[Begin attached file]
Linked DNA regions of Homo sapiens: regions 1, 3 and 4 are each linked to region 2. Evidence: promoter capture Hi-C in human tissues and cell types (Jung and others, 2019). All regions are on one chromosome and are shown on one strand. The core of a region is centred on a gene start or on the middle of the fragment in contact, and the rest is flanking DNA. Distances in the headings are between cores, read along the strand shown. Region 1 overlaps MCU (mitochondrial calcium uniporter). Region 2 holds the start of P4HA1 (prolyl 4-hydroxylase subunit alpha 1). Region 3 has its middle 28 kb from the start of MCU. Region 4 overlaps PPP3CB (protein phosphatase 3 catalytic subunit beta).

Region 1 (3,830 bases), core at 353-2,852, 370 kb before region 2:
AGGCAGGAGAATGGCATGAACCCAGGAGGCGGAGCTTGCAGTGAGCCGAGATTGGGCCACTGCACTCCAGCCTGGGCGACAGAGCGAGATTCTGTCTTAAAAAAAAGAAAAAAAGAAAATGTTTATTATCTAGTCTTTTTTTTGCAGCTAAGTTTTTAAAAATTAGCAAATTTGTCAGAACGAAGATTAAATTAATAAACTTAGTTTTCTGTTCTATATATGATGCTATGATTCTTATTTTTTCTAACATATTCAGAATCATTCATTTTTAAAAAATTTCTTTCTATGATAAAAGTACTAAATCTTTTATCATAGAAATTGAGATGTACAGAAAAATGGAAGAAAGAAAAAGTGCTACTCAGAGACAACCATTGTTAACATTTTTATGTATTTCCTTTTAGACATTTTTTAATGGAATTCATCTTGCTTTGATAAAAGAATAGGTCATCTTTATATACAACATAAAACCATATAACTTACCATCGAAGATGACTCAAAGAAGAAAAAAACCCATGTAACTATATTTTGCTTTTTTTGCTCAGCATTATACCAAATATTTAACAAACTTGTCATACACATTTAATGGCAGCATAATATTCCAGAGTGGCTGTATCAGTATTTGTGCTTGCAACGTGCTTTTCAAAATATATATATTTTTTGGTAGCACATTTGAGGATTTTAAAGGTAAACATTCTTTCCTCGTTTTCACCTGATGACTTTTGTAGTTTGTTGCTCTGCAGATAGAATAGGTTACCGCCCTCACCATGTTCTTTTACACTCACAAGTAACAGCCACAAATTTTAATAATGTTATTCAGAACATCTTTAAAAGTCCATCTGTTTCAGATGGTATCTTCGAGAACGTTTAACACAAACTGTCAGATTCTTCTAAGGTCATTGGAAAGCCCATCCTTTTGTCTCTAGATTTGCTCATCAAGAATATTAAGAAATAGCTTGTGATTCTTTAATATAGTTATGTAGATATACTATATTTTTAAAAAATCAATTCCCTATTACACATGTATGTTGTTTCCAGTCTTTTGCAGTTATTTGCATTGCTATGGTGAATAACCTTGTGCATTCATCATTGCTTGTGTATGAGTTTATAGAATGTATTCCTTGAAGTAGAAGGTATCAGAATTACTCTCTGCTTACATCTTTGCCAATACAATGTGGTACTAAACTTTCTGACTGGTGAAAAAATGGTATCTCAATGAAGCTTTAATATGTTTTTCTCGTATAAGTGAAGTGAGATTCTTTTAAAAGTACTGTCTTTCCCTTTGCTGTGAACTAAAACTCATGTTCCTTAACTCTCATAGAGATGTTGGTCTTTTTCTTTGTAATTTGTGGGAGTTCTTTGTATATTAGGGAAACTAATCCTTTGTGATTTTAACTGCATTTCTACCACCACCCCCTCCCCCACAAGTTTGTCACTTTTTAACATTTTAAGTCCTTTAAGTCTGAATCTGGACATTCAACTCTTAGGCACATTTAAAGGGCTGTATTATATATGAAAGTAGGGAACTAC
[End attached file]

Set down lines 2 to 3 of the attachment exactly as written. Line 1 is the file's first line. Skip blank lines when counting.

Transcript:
Region 1 (3,830 bases), core at 353-2,852, 370 kb before region 2:
AGGCAGGAGAATGGCATGAACCCAGGAGGCGGAGCTTGCAGTGAGCCGAGATTGGGCCACTGCACTCCAGCCTGGGCGACAGAGCGAGATTCTGTCTTAAAAAAAAGAAAAAAAGAAAATGTTTATTATCTAGTCTTTTTTTTGCAGCTAAGTTTTTAAAAATTAGCAAATTTGTCAGAACGAAGATTAAATTAATAAACTTAGTTTTCTGTTCTATATATGATGCTATGATTCTTATTTTTTCTAACATATTCAGAATCATTCATTTTTAAAAAATTTCTTTCTATGATAAAAGTACTAAATCTTTTATCATAGAAATTGAGATGTACAGAAAAATGGAAGAAAGAAAAAGTGCTACTCAGAGACAACCATTGTTAACATTTTTATGTATTTCCTTTTAGACATTTTTTAATGGAATTCATCTTGCTTTGATAAAAGAATAGGTCATCTTTATATACAACATAAAACCATATAACTTACCATCGAAGATGACTCAAAGAAGAAAAAAACCCATGTAACTATATTTTGCTTTTTTTGCTCAGCATTATACCAAATATTTAACAAACTTGTCATACACATTTAATGGCAGCATAATATTCCAGAGTGGCTGTATCAGTATTTGTGCTTGCAACGTGCTTTTCAAAATATATATATTTTTTGGTAGCACATTTGAGGATTTTAAAGGTAAACATTCTTTCCTCGTTTTCACCTGATGACTTTTGTAGTTTGTTGCTCTGCAGATAGAATAGGTTACCGCCCTCACCATGTTCTTTTACACTCACAAGTAACAGCCACAAATTTTAATAATGTTATTCAGAACATCTTTAAAAGTCCATCTGTTTCAGATGGTATCTTCGAGAACGTTTAACACAAACTGTCAGATTCTTCTAAGGTCATTGGAAAGCCCATCCTTTTGTCTCTAGATTTGCTCATCAAGAATATTAAGAAATAGCTTGTGATTCTTTAATATAGTTATGTAGATATACTATATTTTTAAAAAATCAATTCCCTATTACACATGTATGTTGTTTCCAGTCTTTTGCAGTTATTTGCATTGCTATGGTGAATAACCTTGTGCATTCATCATTGCTTGTGTATGAGTTTATAGAATGTATTCCTTGAAGTAGAAGGTATCAGAATTACTCTCTGCTTACATCTTTGCCAATACAATGTGGTACTAAACTTTCTGACTGGTGAAAAAATGGTATCTCAATGAAGCTTTAATATGTTTTTCTCGTATAAGTGAAGTGAGATTCTTTTAAAAGTACTGTCTTTCCCTTTGCTGTGAACTAAAACTCATGTTCCTTAACTCTCATAGAGATGTTGGTCTTTTTCTTTGTAATTTGTGGGAGTTCTTTGTATATTAGGGAAACTAATCCTTTGTGATTTTAACTGCATTTCTACCACCACCCCCTCCCCCACAAGTTTGTCACTTTTTAACATTTTAAGTCCTTTAAGTCTGAATCTGGACATTCAACTCTTAGGCACATTTAAAGGGCTGTATTATATATGAAAGTAGGGAACTAC